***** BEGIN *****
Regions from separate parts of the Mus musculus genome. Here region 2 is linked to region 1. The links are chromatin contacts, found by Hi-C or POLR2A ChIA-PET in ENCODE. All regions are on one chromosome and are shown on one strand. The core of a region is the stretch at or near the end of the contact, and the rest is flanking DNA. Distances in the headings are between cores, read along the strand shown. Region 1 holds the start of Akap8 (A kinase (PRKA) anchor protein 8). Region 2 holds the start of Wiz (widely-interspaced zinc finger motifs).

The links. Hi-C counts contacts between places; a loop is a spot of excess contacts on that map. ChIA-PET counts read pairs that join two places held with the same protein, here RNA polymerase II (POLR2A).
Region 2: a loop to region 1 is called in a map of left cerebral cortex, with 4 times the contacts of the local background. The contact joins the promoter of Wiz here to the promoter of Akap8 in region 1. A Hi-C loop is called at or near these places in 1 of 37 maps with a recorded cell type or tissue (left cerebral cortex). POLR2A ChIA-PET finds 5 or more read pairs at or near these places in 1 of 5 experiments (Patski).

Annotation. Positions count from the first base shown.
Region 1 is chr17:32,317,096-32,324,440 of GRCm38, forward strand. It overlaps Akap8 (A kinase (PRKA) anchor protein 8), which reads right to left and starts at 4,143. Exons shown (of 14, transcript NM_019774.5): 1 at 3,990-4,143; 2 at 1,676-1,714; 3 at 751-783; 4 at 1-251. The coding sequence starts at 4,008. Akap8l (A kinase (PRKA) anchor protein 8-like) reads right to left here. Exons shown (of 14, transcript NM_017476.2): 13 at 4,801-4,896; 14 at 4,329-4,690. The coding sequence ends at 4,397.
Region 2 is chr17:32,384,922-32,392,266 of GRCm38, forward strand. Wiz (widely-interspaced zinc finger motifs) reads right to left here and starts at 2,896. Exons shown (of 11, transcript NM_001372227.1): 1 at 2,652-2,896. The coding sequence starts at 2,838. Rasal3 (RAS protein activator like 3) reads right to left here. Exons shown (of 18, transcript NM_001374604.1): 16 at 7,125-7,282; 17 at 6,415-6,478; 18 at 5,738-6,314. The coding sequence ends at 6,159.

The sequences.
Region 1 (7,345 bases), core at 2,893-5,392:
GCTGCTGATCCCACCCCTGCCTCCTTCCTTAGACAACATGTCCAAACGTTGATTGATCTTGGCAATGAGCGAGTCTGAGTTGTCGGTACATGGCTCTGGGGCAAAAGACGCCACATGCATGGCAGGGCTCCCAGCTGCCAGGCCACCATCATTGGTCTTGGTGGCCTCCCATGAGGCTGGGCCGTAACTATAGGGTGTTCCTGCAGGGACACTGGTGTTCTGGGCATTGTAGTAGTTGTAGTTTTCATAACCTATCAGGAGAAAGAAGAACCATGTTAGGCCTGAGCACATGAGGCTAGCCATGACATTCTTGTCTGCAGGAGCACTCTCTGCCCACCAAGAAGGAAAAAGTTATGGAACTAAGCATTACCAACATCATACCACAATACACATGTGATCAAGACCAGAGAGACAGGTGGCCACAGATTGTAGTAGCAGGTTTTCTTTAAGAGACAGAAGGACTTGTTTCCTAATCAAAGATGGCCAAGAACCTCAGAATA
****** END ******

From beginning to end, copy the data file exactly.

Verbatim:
Regions from separate parts of the Mus musculus genome. Here region 2 is linked to region 1. The links are chromatin contacts, found by Hi-C or POLR2A ChIA-PET in ENCODE. All regions are on one chromosome and are shown on one strand. The core of a region is the stretch at or near the end of the contact, and the rest is flanking DNA. Distances in the headings are between cores, read along the strand shown. Region 1 holds the start of Akap8 (A kinase (PRKA) anchor protein 8). Region 2 holds the start of Wiz (widely-interspaced zinc finger motifs).

The links. Hi-C counts contacts between places; a loop is a spot of excess contacts on that map. ChIA-PET counts read pairs that join two places held with the same protein, here RNA polymerase II (POLR2A).
Region 2: a loop to region 1 is called in a map of left cerebral cortex, with 4 times the contacts of the local background. The contact joins the promoter of Wiz here to the promoter of Akap8 in region 1. A Hi-C loop is called at or near these places in 1 of 37 maps with a recorded cell type or tissue (left cerebral cortex). POLR2A ChIA-PET finds 5 or more read pairs at or near these places in 1 of 5 experiments (Patski).

Annotation. Positions count from the first base shown.
Region 1 is chr17:32,317,096-32,324,440 of GRCm38, forward strand. It overlaps Akap8 (A kinase (PRKA) anchor protein 8), which reads right to left and starts at 4,143. Exons shown (of 14, transcript NM_019774.5): 1 at 3,990-4,143; 2 at 1,676-1,714; 3 at 751-783; 4 at 1-251. The coding sequence starts at 4,008. Akap8l (A kinase (PRKA) anchor protein 8-like) reads right to left here. Exons shown (of 14, transcript NM_017476.2): 13 at 4,801-4,896; 14 at 4,329-4,690. The coding sequence ends at 4,397.
Region 2 is chr17:32,384,922-32,392,266 of GRCm38, forward strand. Wiz (widely-interspaced zinc finger motifs) reads right to left here and starts at 2,896. Exons shown (of 11, transcript NM_001372227.1): 1 at 2,652-2,896. The coding sequence starts at 2,838. Rasal3 (RAS protein activator like 3) reads right to left here. Exons shown (of 18, transcript NM_001374604.1): 16 at 7,125-7,282; 17 at 6,415-6,478; 18 at 5,738-6,314. The coding sequence ends at 6,159.

The sequences.
Region 1 (7,345 bases), core at 2,893-5,392:
GCTGCTGATCCCACCCCTGCCTCCTTCCTTAGACAACATGTCCAAACGTTGATTGATCTTGGCAATGAGCGAGTCTGAGTTGTCGGTACATGGCTCTGGGGCAAAAGACGCCACATGCATGGCAGGGCTCCCAGCTGCCAGGCCACCATCATTGGTCTTGGTGGCCTCCCATGAGGCTGGGCCGTAACTATAGGGTGTTCCTGCAGGGACACTGGTGTTCTGGGCATTGTAGTAGTTGTAGTTTTCATAACCTATCAGGAGAAAGAAGAACCATGTTAGGCCTGAGCACATGAGGCTAGCCATGACATTCTTGTCTGCAGGAGCACTCTCTGCCCACCAAGAAGGAAAAAGTTATGGAACTAAGCATTACCAACATCATACCACAATACACATGTGATCAAGACCAGAGAGACAGGTGGCCACAGATTGTAGTAGCAGGTTTTCTTTAAGAGACAGAAGGACTTGTTTCCTAATCAAAGATGGCCAAGAACCTCAGAATA